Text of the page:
doc.setValue("Type", "Person");
		doc.setValue("MailSystem", "5");
	}
}

It sounds like a small thing - after all, who cares if you have some SSJS in the postNewDocument event on an XPage? And, besides, isn't that where it's supposed to go? Well, sure, when you only have a small amount of code, doing it inline works fine. However, as I've been running into for a while, the flexibility of XPages makes them particularly vulnerable to becoming tangled blobs of repeated and messy code. By creating a clean, strict system from the start, I've made it so that the separation is never muddied: the XPage is about how things appear and the controller class is about how those things get to the XPage in the first place.

We'll see how it holds up as I use it more, but so far this "controller"-class method strikes a good balance between code cleanliness without getting too crazy on the backing framework (as opposed so some of the "model" systems I've tried making).

The Ruby Builder for XPages

Nov 7, 2012 1:50 PM

Tags: xpages ruby

After I got Ruby in XPages to the point where it's generally working enough to power this blog, I set my sights on an even-more-important goal: being able to write backing Java classes in Ruby. While replacing SSJS is quite handy, my general use of inline scripting like that has declined significantly in favor of Java classes.

Fortunately, JRuby has a language cross-"compiler" and some hooks to write Java-compatible Ruby classes. Unfortunately, I was repeatedly stymied by a couple things:

  • Having the conversion happen automatically
  • Having the resultant "compiled" classes use the right class loader, allowing them to access other classes in the app
  • Implementing Java Interfaces

The first one was the most work but also the first to be solved: I wrote an Eclipse builder. The latter two were tough until I realized yesterday that the answers were sitting under my nose the whole time. For the classloader, I was able to switch the compiled output from using the global JRuby runtime to a runtime stored in the application scope and set to use the loader from facesContext.getContextClassLoader(). For the interfaces, it turned out that JRuby already had another annotation for declaring implemented interfaces, unsurprisingly called "java_implements".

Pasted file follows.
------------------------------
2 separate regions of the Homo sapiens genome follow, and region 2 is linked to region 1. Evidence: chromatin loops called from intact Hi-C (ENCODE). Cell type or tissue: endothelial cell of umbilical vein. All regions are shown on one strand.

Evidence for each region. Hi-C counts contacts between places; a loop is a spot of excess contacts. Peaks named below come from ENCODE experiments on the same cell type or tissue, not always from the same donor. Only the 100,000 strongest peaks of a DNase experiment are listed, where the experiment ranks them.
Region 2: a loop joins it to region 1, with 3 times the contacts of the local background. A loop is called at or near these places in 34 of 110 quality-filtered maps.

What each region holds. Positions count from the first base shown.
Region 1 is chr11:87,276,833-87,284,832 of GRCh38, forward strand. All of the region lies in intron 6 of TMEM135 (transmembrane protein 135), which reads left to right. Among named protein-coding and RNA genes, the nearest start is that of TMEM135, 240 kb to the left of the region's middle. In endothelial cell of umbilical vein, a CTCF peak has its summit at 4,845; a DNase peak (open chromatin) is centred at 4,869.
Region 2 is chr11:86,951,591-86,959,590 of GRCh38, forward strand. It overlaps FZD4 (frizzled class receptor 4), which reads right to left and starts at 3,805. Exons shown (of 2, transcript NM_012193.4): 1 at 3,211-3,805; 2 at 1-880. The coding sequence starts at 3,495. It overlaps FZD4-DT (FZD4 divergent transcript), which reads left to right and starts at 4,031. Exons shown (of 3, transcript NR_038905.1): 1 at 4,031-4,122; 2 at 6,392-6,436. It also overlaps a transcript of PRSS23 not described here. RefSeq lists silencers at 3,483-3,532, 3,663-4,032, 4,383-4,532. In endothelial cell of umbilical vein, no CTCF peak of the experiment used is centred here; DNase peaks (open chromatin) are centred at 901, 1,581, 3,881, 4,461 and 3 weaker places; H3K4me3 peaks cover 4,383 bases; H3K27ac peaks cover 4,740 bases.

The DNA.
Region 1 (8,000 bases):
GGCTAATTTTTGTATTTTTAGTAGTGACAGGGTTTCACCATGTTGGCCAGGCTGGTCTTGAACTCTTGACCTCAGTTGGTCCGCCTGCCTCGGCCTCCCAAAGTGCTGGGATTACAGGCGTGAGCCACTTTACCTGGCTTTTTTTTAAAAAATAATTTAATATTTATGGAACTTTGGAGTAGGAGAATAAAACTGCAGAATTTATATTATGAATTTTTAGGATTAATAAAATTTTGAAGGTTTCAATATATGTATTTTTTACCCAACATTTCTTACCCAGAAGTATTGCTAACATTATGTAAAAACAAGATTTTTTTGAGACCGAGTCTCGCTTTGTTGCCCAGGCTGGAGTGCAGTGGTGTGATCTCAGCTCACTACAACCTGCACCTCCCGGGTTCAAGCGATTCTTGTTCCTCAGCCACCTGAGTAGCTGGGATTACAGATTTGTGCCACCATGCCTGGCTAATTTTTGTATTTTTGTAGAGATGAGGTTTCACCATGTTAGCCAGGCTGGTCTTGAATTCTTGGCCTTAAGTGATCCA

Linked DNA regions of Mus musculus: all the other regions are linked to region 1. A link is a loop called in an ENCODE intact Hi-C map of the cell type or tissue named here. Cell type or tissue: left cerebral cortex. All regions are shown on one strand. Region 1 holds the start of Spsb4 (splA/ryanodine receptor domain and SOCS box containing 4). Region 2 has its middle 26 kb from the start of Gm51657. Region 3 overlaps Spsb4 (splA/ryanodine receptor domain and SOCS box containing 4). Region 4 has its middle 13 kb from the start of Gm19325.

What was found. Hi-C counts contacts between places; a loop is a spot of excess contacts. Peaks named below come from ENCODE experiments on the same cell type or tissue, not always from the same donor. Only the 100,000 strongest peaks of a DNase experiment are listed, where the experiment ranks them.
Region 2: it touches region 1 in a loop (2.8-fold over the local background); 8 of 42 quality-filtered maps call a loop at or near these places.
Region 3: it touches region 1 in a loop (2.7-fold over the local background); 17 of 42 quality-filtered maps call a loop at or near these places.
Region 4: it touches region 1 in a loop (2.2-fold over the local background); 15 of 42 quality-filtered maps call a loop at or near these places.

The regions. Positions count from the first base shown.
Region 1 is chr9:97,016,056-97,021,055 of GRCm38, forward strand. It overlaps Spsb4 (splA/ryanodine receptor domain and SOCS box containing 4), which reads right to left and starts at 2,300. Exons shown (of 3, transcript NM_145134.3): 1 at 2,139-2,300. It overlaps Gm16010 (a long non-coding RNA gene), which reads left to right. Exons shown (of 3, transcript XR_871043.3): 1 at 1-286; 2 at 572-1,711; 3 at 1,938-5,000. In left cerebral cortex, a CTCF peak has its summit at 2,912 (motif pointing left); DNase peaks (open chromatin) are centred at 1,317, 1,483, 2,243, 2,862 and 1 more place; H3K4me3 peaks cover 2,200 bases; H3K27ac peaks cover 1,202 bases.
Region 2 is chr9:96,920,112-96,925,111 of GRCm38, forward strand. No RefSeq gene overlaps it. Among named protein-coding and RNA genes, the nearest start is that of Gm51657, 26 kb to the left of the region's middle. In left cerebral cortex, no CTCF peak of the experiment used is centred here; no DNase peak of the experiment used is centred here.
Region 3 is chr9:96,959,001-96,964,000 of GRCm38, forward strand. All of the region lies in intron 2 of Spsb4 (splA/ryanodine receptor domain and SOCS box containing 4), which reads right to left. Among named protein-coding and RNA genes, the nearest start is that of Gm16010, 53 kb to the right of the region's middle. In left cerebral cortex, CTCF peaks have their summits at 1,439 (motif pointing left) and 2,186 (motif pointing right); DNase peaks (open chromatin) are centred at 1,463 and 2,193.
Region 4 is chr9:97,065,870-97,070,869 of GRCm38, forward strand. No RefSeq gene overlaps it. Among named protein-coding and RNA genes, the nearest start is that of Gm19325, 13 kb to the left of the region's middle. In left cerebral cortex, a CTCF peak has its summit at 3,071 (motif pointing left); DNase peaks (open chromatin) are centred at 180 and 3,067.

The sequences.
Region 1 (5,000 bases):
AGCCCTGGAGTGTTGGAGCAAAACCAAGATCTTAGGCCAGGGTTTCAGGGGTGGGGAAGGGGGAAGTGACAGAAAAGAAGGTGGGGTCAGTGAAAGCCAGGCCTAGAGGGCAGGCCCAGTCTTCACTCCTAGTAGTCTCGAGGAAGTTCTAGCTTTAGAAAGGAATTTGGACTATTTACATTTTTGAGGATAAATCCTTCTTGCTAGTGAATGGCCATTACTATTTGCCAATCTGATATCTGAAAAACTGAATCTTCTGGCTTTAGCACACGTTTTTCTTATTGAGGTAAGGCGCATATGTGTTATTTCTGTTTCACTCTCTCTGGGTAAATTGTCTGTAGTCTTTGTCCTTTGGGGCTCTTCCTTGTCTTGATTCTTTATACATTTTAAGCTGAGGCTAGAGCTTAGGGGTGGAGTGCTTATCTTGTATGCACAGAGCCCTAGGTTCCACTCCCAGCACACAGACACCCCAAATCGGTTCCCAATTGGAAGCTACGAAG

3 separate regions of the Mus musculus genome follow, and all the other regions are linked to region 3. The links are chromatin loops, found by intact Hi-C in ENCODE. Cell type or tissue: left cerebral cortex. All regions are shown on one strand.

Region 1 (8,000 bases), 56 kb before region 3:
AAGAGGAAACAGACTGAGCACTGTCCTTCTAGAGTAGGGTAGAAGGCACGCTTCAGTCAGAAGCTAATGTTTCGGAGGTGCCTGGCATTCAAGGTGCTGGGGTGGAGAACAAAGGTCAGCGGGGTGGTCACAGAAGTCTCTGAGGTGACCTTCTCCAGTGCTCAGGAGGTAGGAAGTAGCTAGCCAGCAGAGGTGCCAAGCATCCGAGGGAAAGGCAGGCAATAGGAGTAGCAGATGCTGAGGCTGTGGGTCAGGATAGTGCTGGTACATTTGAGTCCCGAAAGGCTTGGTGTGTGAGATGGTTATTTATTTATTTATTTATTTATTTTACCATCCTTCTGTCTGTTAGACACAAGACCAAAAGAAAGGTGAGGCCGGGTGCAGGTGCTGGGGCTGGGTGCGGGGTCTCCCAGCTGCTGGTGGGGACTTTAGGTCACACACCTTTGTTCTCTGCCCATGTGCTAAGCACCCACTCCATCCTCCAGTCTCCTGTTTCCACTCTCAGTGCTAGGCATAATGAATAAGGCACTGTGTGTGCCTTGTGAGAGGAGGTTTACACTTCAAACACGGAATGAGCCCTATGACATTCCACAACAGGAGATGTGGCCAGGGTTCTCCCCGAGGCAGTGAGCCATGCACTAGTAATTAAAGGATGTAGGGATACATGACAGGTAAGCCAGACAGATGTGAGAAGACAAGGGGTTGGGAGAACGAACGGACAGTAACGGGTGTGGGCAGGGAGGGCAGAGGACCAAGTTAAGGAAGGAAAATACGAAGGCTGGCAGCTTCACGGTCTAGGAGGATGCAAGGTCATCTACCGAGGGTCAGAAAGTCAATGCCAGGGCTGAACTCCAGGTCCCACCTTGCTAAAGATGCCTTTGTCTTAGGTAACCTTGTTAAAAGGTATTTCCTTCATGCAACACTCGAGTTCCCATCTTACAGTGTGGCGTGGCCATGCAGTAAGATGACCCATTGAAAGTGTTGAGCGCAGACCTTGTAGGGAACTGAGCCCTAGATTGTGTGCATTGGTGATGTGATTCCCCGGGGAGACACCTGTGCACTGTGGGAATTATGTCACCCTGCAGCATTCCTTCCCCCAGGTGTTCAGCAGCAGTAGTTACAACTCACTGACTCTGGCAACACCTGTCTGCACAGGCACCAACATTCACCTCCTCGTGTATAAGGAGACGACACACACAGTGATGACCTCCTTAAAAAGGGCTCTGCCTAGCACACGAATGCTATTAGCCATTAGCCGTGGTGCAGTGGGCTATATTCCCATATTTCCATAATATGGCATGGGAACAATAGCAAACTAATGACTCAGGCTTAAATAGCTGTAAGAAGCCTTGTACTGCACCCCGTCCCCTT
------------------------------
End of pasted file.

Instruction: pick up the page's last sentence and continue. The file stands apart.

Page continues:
So the upshot of this is: now I can write classes in Ruby and have Designer automatically convert them to Java and then compile those classes, ready to be used like any "normal" Java class in an XPage app. For demonstration purposes, I whipped up a useless-in-reality class to implement DataObject:

require "java"

java_package "frostillicus"

class TestDataObject
	java_implements "com.ibm.xsp.model.DataObject"
	
	
	def initialize
		@values = {}
	end
	
	java_signature "Object getValue(Object key)"
	def [](key)
		@values[key] or "#{key.to_s} not found"
	end
	
	java_signature "void setValue(Object key, Object value)"
	def []=(key, value)
		@values[key] = value
	end
	
	java_signature "Class<?> getType(Object key)"
	def get_type(key)
		java.lang.Class.class
	end
	
	java_signature "boolean isReadOnly(Object key)"
	def read_only?(key)
		false
	end
end

Once you have that file, it gets automatically converted to Java and compiled (once you have your build path set up correctly), and then it's available for use in other Java classes, in SSJS (or Ruby-in-XPages), and as a managed bean.

As you might expect with something like this, particularly for a first draft, there are a number of caveats:

  • The implementation is ugly as sin. There's a part that actually contains Java code that writes Ruby code that writes Java. It's very much a product of a series of "I wonder if this would work..." tests.
  • I haven't tested it to look for weird conflicts or leaks, though I suspect that my use of application-specific runtimes will help head off the worst of those potential problems.
  • You can't write classes that extend other classes. While I think you can do this within JRuby itself, the resultant objects are children of RubyObject, and there's no multiple inheritance. Interfaces will work in many cases, but that still limits the applicability.
  • Since the building happens in Designer, you need to have the feature installed client-side, which is not a problem with Ruby-in-XPages.
  • All those Java annotations really harsh the buzz of writing Ruby code. In that example above, the Ruby class isn't really any cleaner than a pure-Java equivalent. However, for larger, more complex classes, the expressiveness benefits of Ruby  would start to show.
  • There's basically no IDE help to be had. I haven't written anything into the builder to highlight syntax errors yet and non-syntax errors (like implementing an Interface but not all the methods) only show up with build errors on the resultant Java class. Plus, there's no autocomplete, and you only get syntax highlighting if you specifically install Ruby syntax support (I think I got it from the Eclipse Ganymede update site). Some of those may be fixable with minor effort, but the really big stuff would go far beyond the amount of time I have to dedicate to this kind of thing.